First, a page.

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Fernando, His Misery and The Reds

It’s almost two years since Fernando Torres a.k.a ‘El Nino’ left Liverpool in favour of Chelsea on transfer deadline day in January and the long and short of it is that he currently averages around 3 league goals a manager at the Bridge.

Here is my take on his misery, his golden days of the past and the fact that he only scores when he is in a red (be it Spain or Liverpool) jersey.

It is quite difficult really to pin-point the exact reason of his failure at Chelsea so far and it’s a topic worth debating for countless hours but nonetheless there are a few points which stand out; among them is his attitude on and off the pitch ever since making the switch to West London.

Nando (As we LFC fans often called him affectionately) has been a shadow of his former self these past two years, I often get the feeling that he has lost that ‘knack’ a goal-scorer is looked into for. He does not create goals out of nothing any more; in fact, he messes up those served on a platter to him (I’m still to get over his horror miss against United at Old Trafford last season) and a lot of it is down to his attitude. I still don’t see him as being happy at Chelsea; somehow whenever the topic of ‘Liverpool’ is brought up there is a sudden glow in his eyes like that of a child on a Christmas morning and he has always kept the world in the dark regarding his reasons for parting his ways with the club which has lead to speculation ranging from ‘He wasn’t happy with the direction the club was headed in’ to ‘The Owners did not live up to their promises’ to ‘He wanted to move to a Bigger Club’(Frankly, That one hurt).

He often masquerades his persona to maybe hide his own regret at this decision. Chelsea, on their part, have done everything in their power to make him fire again, which included the signature Juan Mata the previous Summer to aide him upfront (but that failed just like it did with us signing Downing to assist Carroll). Mata, however, went on to have a terrific debut season with the Blues. They sold off competition in the form of Anelka and Drogba-who was instrumental in their late charge for Continental glory last season and that has yet to bear fruit. On the contrary, it now seems stupid on their part to have put all their eggs in one basket and hoped Torres would fire. You don’t get success in modern day football based on such hunches and you have to keep multiple striking options at your service for use at any time during the season(United and City). Worse still, they have sacked three managers and if the current boss, Rafa Benitez(Also an Ex-Red) who Nando said, “Is the only guy who really ever understood me”, doesn’t get him going then God knows what or who will. With time it seems more and more likely that he will end up like Shevchenko, a feared striker who during his ill-feted spell at Chelsea forgot that the striker’s job was to put the ball at the back of the net. Sad.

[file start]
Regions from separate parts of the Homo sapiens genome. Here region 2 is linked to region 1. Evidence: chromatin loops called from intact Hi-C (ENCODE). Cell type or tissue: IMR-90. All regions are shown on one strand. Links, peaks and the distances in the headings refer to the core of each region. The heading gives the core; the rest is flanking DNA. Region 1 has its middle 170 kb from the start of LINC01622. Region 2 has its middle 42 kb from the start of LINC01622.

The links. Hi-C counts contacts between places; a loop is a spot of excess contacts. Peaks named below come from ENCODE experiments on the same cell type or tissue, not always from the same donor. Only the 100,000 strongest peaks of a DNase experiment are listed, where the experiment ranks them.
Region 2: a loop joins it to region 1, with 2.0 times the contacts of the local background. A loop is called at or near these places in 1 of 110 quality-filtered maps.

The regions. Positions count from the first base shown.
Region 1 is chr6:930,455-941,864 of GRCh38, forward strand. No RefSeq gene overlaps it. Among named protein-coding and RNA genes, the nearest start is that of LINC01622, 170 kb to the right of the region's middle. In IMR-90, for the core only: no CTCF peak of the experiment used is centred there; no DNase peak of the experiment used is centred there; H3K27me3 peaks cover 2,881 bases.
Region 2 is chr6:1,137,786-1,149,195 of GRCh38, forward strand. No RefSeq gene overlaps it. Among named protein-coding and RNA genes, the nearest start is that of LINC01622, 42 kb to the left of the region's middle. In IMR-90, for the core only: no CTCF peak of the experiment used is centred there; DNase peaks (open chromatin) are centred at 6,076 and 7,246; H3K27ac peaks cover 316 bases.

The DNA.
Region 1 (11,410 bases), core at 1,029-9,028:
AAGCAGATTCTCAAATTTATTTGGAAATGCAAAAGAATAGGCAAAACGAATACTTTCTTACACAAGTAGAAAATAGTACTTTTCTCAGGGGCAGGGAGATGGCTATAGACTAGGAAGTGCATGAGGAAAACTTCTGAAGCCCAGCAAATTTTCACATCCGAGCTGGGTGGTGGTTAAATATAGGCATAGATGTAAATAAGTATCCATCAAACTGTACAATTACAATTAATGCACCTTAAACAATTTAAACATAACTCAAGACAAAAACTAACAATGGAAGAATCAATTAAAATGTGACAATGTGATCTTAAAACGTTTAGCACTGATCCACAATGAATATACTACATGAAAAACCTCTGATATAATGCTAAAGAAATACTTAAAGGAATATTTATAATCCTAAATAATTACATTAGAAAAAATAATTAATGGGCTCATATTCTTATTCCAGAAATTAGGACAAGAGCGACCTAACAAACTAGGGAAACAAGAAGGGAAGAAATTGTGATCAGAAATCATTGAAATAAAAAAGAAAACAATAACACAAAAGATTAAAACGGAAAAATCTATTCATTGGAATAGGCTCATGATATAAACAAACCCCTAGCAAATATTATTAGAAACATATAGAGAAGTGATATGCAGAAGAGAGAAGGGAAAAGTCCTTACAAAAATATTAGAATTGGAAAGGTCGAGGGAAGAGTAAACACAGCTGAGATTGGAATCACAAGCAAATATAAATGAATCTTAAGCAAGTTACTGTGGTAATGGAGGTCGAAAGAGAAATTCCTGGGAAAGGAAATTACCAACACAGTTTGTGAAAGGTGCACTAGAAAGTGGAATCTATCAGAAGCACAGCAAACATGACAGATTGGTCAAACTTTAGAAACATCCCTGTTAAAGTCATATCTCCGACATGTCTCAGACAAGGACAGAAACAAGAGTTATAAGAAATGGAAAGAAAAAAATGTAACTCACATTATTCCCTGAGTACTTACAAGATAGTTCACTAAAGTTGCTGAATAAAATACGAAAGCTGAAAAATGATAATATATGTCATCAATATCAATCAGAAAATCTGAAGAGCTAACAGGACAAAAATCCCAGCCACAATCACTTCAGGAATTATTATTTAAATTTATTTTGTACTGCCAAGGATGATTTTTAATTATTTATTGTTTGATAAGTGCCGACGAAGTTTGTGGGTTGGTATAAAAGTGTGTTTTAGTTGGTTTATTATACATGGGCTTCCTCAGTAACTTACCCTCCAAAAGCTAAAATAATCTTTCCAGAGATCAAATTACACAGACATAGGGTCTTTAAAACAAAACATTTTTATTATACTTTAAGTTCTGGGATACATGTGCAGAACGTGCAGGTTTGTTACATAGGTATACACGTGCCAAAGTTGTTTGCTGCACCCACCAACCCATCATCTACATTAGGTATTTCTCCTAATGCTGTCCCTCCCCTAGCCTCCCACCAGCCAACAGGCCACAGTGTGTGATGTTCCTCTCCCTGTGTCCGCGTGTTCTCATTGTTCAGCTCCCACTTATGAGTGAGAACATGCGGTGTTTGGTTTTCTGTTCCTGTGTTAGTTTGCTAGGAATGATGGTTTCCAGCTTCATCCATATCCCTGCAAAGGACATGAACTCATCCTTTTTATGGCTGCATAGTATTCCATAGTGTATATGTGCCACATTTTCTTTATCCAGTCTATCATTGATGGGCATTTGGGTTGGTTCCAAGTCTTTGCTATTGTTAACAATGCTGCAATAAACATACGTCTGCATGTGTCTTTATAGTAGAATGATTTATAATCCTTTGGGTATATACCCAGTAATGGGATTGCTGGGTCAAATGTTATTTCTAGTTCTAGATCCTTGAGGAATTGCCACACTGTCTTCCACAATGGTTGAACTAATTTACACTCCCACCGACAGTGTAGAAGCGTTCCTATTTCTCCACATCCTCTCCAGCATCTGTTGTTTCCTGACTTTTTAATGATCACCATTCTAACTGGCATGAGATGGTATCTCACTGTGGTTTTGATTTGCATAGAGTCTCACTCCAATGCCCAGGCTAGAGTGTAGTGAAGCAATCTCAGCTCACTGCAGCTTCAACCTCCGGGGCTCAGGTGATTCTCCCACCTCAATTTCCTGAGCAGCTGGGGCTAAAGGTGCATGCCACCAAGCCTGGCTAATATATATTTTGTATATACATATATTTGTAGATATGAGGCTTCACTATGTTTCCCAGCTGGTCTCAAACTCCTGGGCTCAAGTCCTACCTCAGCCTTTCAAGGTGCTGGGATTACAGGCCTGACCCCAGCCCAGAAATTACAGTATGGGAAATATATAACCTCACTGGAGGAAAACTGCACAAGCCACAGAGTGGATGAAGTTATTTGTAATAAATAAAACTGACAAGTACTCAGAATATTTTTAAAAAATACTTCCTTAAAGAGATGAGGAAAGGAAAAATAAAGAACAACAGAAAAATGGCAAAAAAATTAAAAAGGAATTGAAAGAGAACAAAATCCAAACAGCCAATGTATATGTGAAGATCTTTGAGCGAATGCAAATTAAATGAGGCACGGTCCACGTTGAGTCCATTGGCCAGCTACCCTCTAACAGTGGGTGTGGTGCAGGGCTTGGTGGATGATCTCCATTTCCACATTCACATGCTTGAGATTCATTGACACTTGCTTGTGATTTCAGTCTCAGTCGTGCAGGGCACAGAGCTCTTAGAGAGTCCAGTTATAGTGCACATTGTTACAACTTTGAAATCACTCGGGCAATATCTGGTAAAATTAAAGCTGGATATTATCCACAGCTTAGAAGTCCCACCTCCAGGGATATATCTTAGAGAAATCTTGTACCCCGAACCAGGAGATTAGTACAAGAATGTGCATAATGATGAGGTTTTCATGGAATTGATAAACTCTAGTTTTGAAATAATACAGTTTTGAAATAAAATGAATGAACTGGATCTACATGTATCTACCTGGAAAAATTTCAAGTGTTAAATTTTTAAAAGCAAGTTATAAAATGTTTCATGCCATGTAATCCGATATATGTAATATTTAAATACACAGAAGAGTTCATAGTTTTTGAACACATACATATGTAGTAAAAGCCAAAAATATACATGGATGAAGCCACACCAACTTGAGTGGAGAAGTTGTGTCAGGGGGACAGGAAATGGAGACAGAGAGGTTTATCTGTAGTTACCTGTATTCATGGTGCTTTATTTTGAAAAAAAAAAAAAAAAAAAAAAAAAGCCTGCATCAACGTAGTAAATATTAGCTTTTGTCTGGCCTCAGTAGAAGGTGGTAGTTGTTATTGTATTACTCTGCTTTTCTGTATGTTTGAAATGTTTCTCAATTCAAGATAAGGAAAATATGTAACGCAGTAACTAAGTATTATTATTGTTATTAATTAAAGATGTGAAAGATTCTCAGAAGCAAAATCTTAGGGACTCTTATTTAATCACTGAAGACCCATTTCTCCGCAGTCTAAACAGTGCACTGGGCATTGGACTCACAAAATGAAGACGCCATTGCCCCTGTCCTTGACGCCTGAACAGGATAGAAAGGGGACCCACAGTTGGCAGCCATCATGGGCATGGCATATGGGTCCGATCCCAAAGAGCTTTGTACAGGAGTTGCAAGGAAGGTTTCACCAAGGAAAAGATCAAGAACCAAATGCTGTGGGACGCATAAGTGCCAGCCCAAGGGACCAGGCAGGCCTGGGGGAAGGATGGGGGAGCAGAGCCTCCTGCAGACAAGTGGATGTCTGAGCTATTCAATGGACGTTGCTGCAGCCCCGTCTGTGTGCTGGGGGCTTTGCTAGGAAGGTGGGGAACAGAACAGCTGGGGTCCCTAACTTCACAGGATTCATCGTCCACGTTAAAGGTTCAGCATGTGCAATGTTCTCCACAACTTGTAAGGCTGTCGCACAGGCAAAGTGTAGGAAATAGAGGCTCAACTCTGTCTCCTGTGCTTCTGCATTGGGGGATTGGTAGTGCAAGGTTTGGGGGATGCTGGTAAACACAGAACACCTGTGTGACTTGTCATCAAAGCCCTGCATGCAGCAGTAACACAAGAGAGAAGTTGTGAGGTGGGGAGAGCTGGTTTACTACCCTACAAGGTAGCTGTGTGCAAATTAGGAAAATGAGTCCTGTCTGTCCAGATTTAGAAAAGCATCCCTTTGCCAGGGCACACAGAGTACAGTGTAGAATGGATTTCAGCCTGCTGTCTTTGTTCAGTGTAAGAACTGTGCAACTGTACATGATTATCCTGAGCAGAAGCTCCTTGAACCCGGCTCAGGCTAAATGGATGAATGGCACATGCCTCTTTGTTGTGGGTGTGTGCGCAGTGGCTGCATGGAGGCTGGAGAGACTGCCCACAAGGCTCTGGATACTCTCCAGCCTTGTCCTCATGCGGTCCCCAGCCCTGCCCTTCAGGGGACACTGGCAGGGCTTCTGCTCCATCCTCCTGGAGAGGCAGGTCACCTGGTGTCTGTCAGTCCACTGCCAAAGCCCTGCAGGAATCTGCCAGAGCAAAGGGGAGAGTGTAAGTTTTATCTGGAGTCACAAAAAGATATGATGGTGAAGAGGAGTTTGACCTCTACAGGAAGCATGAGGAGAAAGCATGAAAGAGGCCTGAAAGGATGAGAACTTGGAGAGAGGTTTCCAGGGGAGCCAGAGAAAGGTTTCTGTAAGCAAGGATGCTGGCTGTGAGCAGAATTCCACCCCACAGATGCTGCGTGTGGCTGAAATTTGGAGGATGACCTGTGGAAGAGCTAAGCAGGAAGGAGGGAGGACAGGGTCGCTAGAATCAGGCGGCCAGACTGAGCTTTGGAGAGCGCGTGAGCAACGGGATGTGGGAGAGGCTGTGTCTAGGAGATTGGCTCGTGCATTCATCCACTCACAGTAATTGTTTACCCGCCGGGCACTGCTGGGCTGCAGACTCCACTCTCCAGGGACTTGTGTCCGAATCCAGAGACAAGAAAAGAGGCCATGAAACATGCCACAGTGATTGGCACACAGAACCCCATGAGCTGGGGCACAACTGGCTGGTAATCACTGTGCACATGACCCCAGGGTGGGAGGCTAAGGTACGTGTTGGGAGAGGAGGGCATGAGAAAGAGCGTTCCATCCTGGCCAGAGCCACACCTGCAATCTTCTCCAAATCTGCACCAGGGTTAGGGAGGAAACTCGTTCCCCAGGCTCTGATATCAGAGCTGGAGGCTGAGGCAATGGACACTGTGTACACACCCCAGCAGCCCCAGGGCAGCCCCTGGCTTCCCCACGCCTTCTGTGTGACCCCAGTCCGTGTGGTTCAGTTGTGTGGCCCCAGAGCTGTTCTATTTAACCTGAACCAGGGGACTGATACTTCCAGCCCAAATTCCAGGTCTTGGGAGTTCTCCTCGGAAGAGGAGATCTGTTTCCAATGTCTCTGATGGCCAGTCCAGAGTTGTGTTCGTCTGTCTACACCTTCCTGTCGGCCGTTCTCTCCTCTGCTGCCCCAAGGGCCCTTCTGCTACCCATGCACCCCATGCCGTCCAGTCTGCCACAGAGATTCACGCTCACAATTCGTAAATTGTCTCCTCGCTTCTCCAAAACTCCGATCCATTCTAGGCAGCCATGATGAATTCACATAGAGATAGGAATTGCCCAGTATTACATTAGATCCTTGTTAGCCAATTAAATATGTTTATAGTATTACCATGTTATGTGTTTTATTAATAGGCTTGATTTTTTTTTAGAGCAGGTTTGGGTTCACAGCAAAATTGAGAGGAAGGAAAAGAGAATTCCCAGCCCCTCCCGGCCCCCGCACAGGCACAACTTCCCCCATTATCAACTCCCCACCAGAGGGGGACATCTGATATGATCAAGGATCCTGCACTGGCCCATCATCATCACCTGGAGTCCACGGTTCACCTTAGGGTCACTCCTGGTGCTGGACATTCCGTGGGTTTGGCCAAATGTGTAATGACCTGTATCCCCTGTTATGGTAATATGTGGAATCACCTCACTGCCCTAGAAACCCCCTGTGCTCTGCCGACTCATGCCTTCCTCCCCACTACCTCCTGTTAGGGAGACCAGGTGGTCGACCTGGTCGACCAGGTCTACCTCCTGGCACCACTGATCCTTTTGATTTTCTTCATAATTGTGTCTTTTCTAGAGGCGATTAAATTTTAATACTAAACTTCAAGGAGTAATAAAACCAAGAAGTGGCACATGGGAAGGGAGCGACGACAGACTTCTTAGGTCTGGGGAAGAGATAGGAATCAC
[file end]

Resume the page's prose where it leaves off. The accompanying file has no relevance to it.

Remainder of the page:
Too much doom and gloom, time to cheer up a bit. We roll back a few years to when a young Spaniard who was a childhood Atletico supporter became its captain at the age of 19 and was the club’s top scorer for five consecutive seasons from 2002 to when he left for Liverpool in ’07. It is a little known fact that in 2005, Chelsea approached Atletico with an offer for Torres but the club’s hierarchy was not willing to cash in on their prized asset just as yet, although his meteoric rise in subsequent seasons made it difficult to keep him and he was sold to Liverpool (who made him their No. 1 priority that summer) in the summer of ’07 for 25 million Euros. And hereby began a fairytale and probably his most happy time as a footballer.

I might be going a bit over-the top here, but Fernando Torres could and did do everything possible on the pitch at Anfield; he scored from acute angles, he could dummy any keeper, he could create chances and he even became Nemanja Vidic’s worst nightmare (something which really pleased us all). He made the task of goal-scoring look as easy as tying your shoe-laces before work, but most importantly, he filled people with hope. He still remains the fastest Liverpool player in history to score 50 goals for the club (maybe 100 too, had he stayed on) and though he has been branded a “Judas” and what not ever since his infamous departure, deep down inside, every Liverpool fan still loves him and would have him back if they could.

The greatest irony of his stay was that he did not win anything with the club. In fact, he did not even make the finals of any cup competition. I, for one, will always be grateful to him for all the happy memories he gave  us all during his short but sweet stay, It’s like Michael Owen (Ex-Red and also branded a ‘Judas’ by us) once said, ‘Footballers like other professionals move in search of a better work environment or when offered a better deal, people really ought to stop making a big deal out of it, we are in many ways just like those guys’, and its true, unless you’re a youth product or a childhood fan of the club it’s tough to have that sense of bonding which is to last forever and at some point in your career you do yearn for a change of scene.

Some part of me does want him succeed at Chelsea, if not for anything else than for the bags full of money Chelsea paid to make him the most expensive Premiership buy ever (money we duly wasted on Carroll as it turns out). Neither Liverpool nor Chelsea nor Torres have had any success from this transaction, so is it in the best interest for all the parties to revert back to the original state? Maybe, maybe not. But until January comes and goes, your guess is as good as mine and until then Torres’ misery looks set to continue, once again under a different Manager at the Bridge. (and we Reds might just have found a new talisman in Luis Suarez)

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